Overwhelming Bipartisan Public Opposition to Repealing Net Neutrality Persists

Since the December 14 FCC decision to repeal the requirements that Internet service providers abide by net neutrality, the FCC continued to promote their decision as a means for promoting Internet innovation and have parried criticism that it will drive up costs for consumers saying that the Federal Trade Commission will be in a position to protect against unfair practices.  However, a new survey finds that overwhelming bipartisan opposition persists even when presented the FCC arguments as well as opposing arguments.

Eighty-six percent oppose the repeal of net neutrality, including 82% of Republicans and 90% of Democrats.  This is up slightly from a survey conducted during the run-up to the December decision when 83% were opposed.  Opposition among Republicans has increased from 75% to 82%, while Democrats have held steady.

Respondents were given a short briefing and asked to evaluate arguments for and against the proposal before making their final recommendation.  The survey content was reviewed by experts in favor and against net neutrality, to ensure that the briefing was accurate and balanced, and that the strongest arguments were presented.

The survey of 997 registered voters was conducted by the Program for Public Consultation at the University of Maryland (PPC), and released today by the nonpartisan organization, Voice of the People.

Unlike the December survey, the current survey included an argument in defense of repeal put forward by the FCC as follows:

Concerns that advocates have about net neutrality are overblown and fail to recognize a key fact.  That is, once the FCC repeals the recent rules for FCC regulation of the internet, it will revert to the Federal Trade Commission (FTC) to take responsibility for ensuring that ISPs do not engage in anti-competitive and unfair practices.  The FTC will require that any changes in the service they provide will be fully disclosed.  With these protections, we will be able to count on the competition of the market to ensure that ISPs provide the service that consumers want.

A modest majority of 52% found this argument convincing.

However, the counterargument was found convincing by 72%.  It went:

Giving the FTC jurisdiction over ISPs would not prevent them from setting up fast and slow lanes on the internet by offering different download speeds at different prices or charging for access to certain websites. It would only require they disclose they are doing so.  Further, the FTC cannot police the long standing carriers like Verizon and AT&T.  Last, we cannot count on market competition to ensure that customers get what they want–a full 58% of American households only have access to one high-speed broadband ISP and, thus, there is no competition. And even if there is another ISP, it is unlikely it would voluntarily forego the right to charge for access to certain websites.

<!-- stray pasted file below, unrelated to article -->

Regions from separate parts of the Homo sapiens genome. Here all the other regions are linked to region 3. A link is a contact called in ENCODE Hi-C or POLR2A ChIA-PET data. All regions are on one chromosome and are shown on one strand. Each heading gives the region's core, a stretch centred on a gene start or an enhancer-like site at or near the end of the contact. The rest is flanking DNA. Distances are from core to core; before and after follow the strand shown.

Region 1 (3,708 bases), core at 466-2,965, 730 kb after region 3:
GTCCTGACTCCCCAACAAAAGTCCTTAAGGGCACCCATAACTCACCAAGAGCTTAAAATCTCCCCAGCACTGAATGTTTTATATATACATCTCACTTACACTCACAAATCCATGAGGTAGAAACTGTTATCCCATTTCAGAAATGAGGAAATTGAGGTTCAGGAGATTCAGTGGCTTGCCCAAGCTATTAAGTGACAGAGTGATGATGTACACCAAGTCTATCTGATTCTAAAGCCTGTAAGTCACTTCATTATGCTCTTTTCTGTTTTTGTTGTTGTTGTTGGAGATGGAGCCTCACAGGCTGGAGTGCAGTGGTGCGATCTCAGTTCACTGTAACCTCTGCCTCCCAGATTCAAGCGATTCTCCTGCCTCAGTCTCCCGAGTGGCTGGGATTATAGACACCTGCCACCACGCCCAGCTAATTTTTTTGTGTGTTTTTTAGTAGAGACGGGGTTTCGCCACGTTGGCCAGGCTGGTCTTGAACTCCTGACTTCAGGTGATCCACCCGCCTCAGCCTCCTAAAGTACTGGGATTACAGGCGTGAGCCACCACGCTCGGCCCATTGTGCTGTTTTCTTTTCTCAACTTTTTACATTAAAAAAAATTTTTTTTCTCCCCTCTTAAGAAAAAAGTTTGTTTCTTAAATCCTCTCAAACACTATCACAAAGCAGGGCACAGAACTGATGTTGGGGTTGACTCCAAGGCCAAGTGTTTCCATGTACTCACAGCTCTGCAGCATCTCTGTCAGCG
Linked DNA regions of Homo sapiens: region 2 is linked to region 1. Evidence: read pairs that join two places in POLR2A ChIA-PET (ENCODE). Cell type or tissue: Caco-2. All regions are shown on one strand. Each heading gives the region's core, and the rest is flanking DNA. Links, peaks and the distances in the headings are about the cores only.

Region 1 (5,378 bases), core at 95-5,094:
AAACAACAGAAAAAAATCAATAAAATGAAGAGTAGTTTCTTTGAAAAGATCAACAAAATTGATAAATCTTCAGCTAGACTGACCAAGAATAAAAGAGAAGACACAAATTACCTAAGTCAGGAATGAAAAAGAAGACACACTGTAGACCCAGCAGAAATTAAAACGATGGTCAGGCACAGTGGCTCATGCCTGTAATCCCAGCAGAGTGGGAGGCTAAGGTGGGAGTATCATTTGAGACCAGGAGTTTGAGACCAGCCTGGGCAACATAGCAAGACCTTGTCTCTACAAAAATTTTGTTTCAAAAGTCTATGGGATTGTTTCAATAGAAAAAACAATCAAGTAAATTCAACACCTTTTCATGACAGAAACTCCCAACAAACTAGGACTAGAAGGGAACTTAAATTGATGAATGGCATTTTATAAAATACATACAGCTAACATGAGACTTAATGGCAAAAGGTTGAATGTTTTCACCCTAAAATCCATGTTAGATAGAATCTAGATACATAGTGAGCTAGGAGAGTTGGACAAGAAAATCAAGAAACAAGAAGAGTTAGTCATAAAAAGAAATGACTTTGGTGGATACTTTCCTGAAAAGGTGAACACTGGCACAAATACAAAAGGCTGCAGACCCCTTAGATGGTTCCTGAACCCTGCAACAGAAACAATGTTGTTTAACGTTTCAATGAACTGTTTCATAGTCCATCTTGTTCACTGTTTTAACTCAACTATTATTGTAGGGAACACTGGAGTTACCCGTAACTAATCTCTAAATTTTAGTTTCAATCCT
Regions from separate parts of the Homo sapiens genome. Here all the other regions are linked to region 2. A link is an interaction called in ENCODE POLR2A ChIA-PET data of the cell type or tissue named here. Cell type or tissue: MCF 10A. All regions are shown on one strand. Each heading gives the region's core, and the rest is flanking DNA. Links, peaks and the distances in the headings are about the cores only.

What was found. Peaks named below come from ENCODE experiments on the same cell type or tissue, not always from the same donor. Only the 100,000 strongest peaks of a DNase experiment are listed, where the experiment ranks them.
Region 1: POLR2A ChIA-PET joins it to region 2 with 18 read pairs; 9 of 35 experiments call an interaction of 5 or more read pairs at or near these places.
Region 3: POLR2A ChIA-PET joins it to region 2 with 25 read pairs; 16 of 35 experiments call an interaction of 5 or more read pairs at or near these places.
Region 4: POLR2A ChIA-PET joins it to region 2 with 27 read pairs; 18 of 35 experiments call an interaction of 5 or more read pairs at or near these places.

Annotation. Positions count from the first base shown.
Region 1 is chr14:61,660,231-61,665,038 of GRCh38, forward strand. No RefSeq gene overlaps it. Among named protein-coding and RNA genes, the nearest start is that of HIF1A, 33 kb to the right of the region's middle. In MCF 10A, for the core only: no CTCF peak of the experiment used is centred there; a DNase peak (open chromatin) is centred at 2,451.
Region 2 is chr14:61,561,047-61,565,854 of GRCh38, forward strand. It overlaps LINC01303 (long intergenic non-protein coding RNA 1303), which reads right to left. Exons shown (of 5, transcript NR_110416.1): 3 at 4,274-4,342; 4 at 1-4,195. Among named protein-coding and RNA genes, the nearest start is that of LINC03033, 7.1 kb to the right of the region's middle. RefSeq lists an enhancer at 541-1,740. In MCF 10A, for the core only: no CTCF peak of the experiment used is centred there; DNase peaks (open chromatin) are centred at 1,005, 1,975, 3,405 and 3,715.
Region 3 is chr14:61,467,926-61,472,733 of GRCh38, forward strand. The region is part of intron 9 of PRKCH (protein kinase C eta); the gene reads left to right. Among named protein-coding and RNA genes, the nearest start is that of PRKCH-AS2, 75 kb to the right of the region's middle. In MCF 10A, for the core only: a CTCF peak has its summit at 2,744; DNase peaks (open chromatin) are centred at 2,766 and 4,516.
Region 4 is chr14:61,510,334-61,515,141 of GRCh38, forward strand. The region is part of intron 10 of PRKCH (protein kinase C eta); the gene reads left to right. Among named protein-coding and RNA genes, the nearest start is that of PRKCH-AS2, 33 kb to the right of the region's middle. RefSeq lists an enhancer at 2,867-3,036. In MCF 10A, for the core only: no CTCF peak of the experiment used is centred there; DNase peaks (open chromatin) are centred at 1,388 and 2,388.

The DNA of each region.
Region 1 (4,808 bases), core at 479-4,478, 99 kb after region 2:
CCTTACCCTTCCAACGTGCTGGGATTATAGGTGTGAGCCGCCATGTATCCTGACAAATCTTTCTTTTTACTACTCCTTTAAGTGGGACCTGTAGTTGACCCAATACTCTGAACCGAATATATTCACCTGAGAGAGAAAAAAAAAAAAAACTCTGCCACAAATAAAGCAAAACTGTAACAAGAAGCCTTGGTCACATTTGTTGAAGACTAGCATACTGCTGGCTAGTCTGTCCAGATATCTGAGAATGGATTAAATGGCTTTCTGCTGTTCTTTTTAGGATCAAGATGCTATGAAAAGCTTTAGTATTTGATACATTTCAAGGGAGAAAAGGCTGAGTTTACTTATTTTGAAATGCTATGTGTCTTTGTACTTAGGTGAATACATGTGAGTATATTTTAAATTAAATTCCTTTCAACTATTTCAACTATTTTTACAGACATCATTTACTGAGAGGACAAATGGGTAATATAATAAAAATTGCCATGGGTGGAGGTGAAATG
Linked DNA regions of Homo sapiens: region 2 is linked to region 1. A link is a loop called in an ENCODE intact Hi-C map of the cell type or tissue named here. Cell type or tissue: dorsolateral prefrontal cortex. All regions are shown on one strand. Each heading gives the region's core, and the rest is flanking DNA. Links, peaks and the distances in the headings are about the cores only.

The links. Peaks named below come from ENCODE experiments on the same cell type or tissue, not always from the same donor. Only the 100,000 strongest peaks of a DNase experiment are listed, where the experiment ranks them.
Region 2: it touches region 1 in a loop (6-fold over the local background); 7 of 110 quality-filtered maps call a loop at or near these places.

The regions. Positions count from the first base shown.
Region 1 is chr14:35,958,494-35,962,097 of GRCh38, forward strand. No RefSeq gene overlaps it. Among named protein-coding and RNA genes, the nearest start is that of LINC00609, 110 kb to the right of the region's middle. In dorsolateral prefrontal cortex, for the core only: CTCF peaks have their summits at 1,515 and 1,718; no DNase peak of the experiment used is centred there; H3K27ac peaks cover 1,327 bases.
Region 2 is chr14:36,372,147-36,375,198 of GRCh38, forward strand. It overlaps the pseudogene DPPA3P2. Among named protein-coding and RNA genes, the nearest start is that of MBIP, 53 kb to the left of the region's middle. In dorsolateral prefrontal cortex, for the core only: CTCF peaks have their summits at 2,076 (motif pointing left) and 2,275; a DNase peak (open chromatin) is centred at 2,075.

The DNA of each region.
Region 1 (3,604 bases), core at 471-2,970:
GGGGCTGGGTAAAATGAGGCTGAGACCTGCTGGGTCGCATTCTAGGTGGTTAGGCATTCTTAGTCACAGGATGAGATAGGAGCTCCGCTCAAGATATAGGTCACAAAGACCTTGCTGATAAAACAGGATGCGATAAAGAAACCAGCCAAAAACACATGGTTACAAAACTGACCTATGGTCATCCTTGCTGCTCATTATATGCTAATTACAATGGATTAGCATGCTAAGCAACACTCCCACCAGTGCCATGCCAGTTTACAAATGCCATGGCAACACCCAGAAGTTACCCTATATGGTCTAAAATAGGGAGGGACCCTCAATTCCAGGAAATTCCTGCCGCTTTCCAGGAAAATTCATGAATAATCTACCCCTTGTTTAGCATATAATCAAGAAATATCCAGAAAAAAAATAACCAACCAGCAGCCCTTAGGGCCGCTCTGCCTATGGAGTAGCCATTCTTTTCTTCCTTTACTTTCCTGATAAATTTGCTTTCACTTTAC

To introduce them to the topic, respondents were told that Internet Service Providers (ISPs), like Verizon or Comcast, are currently “required to:

  • provide customers access to all websites on the internet
  • provide equal access to all websites without giving any websites faster or slower download speeds

and are not allowed to:

  • charge websites to provide faster download speeds for those who visit their website
  • charge customers, who use the internet, an extra fee to visit specific websites.”

They were told that the proposal is to remove these regulations, though the ISPs would be required to disclose any variation in download speeds or blocking of any websites.

In addition to the arguments discussed above they were presented an argument in favor of the proposal that the restrictions are unnecessary, that they stifle innovation, that ISPs should be allowed to provide cutting-edge download speeds for companies that want them, that due to these restrictions the United States is lagging behind other developed countries in the development of the internet, and that disclosure requirements ensure that ISPs will not overreach.  Forty-seven percent said they found the argument convincing, while 53% found it unconvincing.  More Republicans found it convincing (57%) than Democrats (38%).

The other argument against the proposal fared better.  It asserted that ISPs, though they do not provide website content, would be able to charge consumers ever-higher fees for internet access, that the big companies with websites could pay for the faster download speeds while smaller competitors could be driven out of business, that ISPs who provide content could block access to competitors who also provide content, and that all this would undermine innovation.  Seventy-seven percent found this argument convincing, including 75% of Republicans and 81% of Democrats.

Finally, respondents were asked to give their final recommendation on the proposal to repeal the existing restrictions on ISPs. Overall, only 13% favored the idea, with 86% opposed.  Among Republicans, 17% were in favor 82% opposed.  Eight percent of Democrats favored the idea, with 90% opposed.  Independents were in between, with 14% in favor and 85% opposed.

The survey was conducted online from March 9-23, 2018 with a national probability-based sample of 997 registered voters, provided by Nielsen Scarborough from Nielsen Scarborough’s sample of respondents, who were recruited by mail and telephone using a random sample of households. The margin of error was +/- 3.1%.

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